IFT members are encouraged to contact their lawmakers to ask them to support this legislation. We would also like lawmakers to contact the chairs of the Appropriations Committees to tell them to make this issue a priority in the state budget.


FY15 Budget Development
In February, the House Revenue Committee adopted the revenue estimates that the Illinois House plans to use in crafting the Fiscal Year 2015 (FY15) budget. The budget numbers are included in HR 842 and HJR 80. The estimate for total revenue available for the next fiscal year is $34.5 billion – roughly $951 million less than the current fiscal year. The current income tax rates for individuals and corporations will decrease on Jan. 1 – halfway through the next fiscal year. The temporary income tax increase enacted in 2011 will drop rates for individuals from 5 to 3.75 percent. The corporate rate will fall from 7 to 5.25 percent, resulting in a loss of $1.6 billion in revenue.

Appropriations committees in both the House and Senate have continued to meet to craft the FY15 State budget. Nothing definite has been decided at this point. The committees are still working through the Governor's initial budget proposal. More specifics on the FY15 proposed K-12 education budget can be found on the ISBE website.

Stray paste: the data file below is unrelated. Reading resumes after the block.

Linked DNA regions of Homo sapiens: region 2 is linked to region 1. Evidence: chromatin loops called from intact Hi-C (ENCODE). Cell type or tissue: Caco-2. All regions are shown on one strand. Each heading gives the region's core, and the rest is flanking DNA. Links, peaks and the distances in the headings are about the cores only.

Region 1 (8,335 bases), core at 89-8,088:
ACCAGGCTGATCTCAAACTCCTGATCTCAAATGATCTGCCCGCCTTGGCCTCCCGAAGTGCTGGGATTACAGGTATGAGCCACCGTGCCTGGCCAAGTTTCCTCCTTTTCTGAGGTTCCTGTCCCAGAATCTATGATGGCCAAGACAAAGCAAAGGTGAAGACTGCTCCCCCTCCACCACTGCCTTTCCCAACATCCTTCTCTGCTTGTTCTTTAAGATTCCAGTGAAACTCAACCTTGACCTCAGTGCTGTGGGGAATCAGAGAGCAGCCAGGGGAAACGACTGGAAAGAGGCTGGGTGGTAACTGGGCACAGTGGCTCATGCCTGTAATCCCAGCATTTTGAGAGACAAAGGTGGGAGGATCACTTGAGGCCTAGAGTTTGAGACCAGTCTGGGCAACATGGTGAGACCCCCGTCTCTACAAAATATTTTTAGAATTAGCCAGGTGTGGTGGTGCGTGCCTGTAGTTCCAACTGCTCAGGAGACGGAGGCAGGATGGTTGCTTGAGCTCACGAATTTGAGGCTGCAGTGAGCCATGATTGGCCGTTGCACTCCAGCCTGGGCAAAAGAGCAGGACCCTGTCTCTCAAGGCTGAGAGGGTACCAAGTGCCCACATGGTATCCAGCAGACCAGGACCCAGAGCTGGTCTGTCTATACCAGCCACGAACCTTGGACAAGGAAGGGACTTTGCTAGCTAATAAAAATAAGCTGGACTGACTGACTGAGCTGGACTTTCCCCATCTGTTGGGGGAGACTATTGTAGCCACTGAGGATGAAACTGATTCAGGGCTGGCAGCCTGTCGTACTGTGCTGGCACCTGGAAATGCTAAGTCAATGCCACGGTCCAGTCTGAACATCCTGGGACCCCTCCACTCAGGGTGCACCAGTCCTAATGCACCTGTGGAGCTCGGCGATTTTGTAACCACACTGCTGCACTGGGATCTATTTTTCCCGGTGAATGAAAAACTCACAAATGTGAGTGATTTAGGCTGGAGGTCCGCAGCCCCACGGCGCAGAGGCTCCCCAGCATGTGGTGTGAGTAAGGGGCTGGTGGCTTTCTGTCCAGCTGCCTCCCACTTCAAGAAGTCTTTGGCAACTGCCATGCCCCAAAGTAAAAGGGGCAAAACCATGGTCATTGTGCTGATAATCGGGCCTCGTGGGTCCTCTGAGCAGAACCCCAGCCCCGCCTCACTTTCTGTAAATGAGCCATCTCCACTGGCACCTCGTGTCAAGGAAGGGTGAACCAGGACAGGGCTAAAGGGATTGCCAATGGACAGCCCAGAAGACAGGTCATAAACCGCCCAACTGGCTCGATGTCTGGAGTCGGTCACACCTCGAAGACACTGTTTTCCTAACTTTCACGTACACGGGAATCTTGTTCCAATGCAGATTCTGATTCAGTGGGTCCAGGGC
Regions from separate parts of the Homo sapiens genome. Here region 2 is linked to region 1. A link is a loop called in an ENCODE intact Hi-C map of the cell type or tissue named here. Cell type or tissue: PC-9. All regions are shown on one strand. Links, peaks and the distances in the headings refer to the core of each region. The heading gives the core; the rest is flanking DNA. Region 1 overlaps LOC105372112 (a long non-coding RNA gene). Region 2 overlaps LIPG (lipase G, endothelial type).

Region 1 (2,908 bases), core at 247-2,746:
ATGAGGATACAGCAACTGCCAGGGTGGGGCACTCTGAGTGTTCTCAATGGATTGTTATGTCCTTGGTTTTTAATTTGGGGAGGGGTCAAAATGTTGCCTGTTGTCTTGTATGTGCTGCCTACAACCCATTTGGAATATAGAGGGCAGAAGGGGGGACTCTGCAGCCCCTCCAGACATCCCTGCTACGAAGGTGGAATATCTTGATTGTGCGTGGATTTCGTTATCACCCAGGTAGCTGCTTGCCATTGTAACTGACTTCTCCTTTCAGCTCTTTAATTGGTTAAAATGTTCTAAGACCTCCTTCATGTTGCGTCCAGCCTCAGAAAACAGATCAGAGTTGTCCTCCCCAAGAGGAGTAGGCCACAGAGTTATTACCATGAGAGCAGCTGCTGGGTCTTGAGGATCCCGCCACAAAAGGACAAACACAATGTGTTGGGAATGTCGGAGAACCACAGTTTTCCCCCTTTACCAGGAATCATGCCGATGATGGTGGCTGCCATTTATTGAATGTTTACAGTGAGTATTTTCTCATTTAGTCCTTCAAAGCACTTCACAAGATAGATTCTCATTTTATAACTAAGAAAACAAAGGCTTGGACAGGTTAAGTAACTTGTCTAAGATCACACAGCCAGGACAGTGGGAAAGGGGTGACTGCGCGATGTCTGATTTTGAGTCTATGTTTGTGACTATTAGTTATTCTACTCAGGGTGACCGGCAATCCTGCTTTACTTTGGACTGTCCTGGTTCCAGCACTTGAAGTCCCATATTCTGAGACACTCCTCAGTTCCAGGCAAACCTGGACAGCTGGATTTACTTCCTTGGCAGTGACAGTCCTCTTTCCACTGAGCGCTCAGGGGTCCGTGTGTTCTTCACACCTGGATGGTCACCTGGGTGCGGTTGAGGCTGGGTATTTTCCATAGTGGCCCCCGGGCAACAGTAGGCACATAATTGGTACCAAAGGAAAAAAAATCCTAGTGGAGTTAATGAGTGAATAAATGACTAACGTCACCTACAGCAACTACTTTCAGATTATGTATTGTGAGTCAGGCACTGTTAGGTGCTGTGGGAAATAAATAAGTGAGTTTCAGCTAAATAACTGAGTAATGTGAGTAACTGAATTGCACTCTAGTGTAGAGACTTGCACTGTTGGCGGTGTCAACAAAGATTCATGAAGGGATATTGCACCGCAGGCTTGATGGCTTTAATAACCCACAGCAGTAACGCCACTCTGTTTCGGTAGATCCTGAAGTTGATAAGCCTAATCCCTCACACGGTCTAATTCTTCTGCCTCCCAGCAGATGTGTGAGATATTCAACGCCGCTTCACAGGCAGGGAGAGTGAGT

The IFT is supporting ISBE's FY15 budget recommendation, an aggressive ask that fully funds General State Aid and mandated categoricals while seeking an additional $1 billion for education.
 
Education Funding Reform – SB 16
In late April, the Senate Executive Committee approved SB 16 (sponsored by Sen. Andy Manar), a bill intended to change the way schools are funded in Illinois. The plan would streamline the current formula funding structure into a single formula that would account for school district variables and most importantly, students' needs.

The proposal is the result of the Education Funding Advisory Council (EFAC), a panel established last year to conduct a comprehensive review of the current K-12 education funding system in Illinois and make recommendations for a more fair and adequate system. Some concerns have surfaced pertaining to various components of the bill.

In response, Sen. Manar worked with stakeholders to draft Senate Amendment #1 and #2 to SB 16. The Senate Executive Committee heard testimony and approved these two amendments to SB 16 on Thursday, May 8th. A vote is expected in the full Senate as early as next week. With less than a month remaining before the spring legislative session ends and before FY15 begins, it is unclear whether the House will take up this proposal. ISBE has run data modeling on the impact the new formula will have on districts. Details can be found here. The allocations to districts for the new formula are based on FY13 expenditures and data. 
 
Session will resume Tuesday, May 13, 2014.